February's Object - Jaeger-LeCoultre Wristwatch

Discussion in 'National Watch and Clock Museum' started by Noel Poirier, Feb 4, 2013.

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  1. Noel Poirier

    Noel Poirier Registered User
    NAWCC Member

    Jul 30, 2007
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    Wristwatch, c. 1953, Jaeger-LeCoultre. Jaeger-LeCoultre wristwatch of 18 K yellow gold, with a silvered dial. Open work ornamental cover with 5 full cut diamonds, having a total weight of approx 0.30 ct. Each lug is set with 4 full cut diamonds having a total weight of approximately 0.18 ct ( total 0.36). It has elaborate lugs in the shape of the Coronation crown, each with 4 diamonds. Round gold mesh band marked ”750, 14”, Gold. Back of case marked ”534088 A”. Back Wind & Set. From Jaeger-LeCoultre records: ”...we have no idea if it was the model presented to the Queen by the Swiss Government. Do you have any tangible information about this present? The model is absent from our archives but the hallmarks in the back of case seem correct. The 18 K gold case 534088A (which correspond with calibre 8NR = 469) isn't referenced nor dated in our archives. Calibre Jaeger-LeCoultre 469. Movement 686233 produced in 1950 (quantity unknown).”

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  2. MartyR

    MartyR Registered User
    NAWCC Member

    Dec 16, 2008
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    Strictly speaking there is no such thing as "the coronation crown" in Britain. Each British monarch selects the crown from the Crown Jewels in which he/she wishes to be crowned, and that becomes the "coronation crown" for that monarch. Every crown in the Crown Jewels collection has been used for a coronation; I believe that St Edwards Crown was the most popular. Queen Elizabeth selected the Imperial State Crown (which was made for her father King George VI) and is shown (at the top right of the page) in this link.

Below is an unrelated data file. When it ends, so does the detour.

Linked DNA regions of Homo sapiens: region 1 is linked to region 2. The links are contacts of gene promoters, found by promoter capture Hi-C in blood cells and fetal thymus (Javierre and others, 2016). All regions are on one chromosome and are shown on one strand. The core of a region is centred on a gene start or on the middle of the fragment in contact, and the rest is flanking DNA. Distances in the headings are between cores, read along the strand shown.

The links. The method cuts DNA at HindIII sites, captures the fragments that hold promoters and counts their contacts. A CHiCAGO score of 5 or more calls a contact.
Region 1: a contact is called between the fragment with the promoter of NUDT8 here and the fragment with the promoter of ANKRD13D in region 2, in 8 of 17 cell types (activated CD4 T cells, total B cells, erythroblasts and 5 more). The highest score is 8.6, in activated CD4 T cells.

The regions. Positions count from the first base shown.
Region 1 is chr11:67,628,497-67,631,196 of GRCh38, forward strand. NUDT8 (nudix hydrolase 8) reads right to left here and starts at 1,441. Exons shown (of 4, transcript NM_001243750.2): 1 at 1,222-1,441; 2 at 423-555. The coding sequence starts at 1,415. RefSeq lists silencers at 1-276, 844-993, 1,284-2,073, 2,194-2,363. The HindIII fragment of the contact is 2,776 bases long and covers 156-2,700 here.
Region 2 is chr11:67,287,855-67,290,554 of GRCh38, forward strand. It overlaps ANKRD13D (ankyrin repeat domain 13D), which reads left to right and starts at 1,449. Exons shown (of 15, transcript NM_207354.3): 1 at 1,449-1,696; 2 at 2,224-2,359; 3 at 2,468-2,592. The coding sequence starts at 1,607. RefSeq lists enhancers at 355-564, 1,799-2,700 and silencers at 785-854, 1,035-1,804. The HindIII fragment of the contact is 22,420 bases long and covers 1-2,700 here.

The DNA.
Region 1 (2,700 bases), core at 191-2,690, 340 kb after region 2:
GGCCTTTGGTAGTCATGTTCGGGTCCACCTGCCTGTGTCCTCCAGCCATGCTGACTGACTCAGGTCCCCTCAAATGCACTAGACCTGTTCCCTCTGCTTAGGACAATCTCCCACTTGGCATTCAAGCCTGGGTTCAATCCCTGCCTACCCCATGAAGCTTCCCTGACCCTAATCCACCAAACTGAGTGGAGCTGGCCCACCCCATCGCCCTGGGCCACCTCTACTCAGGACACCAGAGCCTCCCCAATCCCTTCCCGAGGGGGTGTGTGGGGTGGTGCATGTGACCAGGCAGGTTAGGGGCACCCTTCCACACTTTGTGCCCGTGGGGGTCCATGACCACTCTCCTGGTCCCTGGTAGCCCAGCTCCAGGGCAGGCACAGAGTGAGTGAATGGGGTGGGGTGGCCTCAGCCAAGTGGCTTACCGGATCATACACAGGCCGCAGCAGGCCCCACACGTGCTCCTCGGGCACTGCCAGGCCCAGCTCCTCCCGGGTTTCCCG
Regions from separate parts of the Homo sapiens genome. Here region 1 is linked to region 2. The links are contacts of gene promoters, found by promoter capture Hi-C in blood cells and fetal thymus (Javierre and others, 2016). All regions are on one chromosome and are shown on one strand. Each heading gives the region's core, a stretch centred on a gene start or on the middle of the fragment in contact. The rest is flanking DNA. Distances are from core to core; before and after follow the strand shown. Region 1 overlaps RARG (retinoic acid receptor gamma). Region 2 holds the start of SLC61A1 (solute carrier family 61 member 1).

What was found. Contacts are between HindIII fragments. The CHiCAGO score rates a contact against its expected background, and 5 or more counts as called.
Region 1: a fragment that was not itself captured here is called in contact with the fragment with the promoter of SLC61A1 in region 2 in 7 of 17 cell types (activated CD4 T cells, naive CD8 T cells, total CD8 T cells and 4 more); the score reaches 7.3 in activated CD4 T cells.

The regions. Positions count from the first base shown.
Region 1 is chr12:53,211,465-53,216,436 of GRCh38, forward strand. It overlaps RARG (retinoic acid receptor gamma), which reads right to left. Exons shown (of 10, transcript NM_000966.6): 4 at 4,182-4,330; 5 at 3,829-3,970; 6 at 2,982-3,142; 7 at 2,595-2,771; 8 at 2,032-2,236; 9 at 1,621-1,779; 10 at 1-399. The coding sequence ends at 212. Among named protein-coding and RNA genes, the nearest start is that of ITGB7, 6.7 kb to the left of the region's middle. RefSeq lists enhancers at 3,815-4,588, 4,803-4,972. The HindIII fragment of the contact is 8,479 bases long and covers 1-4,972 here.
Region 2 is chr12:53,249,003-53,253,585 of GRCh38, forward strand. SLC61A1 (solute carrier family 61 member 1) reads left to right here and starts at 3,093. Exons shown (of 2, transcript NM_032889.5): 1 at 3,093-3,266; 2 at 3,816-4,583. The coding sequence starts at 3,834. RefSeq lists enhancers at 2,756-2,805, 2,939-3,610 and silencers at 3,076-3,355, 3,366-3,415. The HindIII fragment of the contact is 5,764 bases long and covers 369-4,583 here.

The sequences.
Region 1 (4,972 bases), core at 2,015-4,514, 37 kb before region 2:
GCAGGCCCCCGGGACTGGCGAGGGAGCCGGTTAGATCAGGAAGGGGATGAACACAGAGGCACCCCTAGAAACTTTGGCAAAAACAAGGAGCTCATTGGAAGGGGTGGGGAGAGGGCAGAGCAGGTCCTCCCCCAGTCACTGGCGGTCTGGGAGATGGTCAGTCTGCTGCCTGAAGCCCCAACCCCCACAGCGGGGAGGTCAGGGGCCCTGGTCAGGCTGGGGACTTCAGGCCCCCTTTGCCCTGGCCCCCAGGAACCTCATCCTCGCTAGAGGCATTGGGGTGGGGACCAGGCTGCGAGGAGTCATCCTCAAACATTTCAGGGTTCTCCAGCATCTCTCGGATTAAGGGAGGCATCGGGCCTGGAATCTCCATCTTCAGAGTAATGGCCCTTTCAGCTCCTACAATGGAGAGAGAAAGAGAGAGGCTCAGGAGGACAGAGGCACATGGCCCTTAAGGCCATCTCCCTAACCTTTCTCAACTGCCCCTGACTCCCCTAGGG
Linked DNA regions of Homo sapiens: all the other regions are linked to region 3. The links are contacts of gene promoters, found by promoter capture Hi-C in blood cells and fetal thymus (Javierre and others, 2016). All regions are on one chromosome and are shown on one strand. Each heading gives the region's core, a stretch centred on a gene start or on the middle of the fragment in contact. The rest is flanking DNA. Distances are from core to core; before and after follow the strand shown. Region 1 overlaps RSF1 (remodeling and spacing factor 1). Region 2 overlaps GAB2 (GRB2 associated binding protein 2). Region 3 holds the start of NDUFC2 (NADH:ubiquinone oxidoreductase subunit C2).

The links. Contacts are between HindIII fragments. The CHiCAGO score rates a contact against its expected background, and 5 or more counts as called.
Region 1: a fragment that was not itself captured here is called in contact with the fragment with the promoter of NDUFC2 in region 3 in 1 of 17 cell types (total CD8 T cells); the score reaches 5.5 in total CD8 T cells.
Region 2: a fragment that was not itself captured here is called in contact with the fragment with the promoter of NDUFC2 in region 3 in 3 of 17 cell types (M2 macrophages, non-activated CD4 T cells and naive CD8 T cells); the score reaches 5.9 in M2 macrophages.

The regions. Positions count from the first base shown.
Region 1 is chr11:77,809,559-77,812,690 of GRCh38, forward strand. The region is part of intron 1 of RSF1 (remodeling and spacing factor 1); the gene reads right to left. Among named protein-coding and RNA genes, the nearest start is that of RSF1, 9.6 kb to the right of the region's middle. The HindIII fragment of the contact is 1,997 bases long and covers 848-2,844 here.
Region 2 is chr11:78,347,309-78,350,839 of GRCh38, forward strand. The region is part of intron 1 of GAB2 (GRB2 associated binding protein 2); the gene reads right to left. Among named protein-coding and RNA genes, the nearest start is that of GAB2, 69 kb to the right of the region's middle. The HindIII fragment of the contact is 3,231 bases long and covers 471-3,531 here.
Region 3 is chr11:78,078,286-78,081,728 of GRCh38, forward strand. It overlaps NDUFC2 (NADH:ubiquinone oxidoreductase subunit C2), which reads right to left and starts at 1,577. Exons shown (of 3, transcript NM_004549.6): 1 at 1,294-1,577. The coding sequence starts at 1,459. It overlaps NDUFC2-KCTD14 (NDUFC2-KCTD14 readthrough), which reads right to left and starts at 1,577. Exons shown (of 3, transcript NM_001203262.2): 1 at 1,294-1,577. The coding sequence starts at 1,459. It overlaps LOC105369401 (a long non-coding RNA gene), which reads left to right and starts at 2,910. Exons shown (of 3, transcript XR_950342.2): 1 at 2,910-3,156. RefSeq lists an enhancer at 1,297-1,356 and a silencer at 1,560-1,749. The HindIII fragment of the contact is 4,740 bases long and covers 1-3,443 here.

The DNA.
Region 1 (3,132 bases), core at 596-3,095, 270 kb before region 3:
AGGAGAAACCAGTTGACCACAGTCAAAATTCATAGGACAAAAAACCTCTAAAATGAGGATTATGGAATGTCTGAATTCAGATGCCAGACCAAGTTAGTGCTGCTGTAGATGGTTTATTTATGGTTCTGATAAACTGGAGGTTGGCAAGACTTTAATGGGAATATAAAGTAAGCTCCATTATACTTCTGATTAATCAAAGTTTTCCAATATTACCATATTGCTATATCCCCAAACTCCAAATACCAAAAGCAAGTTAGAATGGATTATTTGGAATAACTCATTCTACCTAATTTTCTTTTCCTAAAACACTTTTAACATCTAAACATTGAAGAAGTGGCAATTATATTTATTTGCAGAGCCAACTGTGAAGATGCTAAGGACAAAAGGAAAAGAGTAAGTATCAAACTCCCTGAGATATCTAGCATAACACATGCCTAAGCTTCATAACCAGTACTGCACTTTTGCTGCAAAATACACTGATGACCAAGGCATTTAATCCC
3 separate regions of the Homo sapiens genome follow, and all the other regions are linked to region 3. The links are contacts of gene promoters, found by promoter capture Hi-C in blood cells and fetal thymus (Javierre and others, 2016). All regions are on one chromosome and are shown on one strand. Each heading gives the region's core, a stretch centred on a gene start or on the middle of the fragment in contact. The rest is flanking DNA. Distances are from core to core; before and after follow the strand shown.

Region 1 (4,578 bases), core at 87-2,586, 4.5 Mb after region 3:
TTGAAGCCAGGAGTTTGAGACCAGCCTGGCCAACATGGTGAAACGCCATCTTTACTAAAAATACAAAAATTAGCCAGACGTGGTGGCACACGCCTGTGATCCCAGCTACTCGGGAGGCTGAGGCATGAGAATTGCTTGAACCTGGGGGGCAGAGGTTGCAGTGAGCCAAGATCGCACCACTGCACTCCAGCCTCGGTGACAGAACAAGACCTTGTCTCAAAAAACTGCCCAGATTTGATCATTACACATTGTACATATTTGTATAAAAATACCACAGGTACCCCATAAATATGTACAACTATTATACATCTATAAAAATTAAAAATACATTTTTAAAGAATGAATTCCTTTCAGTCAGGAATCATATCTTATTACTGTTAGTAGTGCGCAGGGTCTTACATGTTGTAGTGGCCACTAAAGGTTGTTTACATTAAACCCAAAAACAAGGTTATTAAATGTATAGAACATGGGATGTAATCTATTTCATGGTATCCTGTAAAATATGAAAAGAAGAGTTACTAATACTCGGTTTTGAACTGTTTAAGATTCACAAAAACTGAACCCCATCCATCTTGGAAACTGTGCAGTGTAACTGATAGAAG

Visually, the crown-shaped lugs on this watch bear little resemblance to this crown. Crucially, British crowns have only 4 arches whereas the lugs show a 6 or 7 arches, and this reminds me more of a Continental coronet than a British crown. I infer into the text that I have quoted above that the Museum has suggested that this watch may have been gifted to Queen Elizabeth by the Swiss government on the occasion of her coronation? This is entirely fanciful, I think, since apart from my comments on the crowns, it is unthinkable that such a gift would not incorporate the Royal Coat of Arms on the front cover rather than the entirely decorative cross shape, and even more surprising that it would not have an engraved presentation inscription.

    Jaeger's reply quoted above does seem to imply that the Swiss government did present the Queen with a watch, but I cannot believe it was anything like this one.

    Or is my inference completely wrong?

    Incidentally, this is certainly a beautiful looking watch :)

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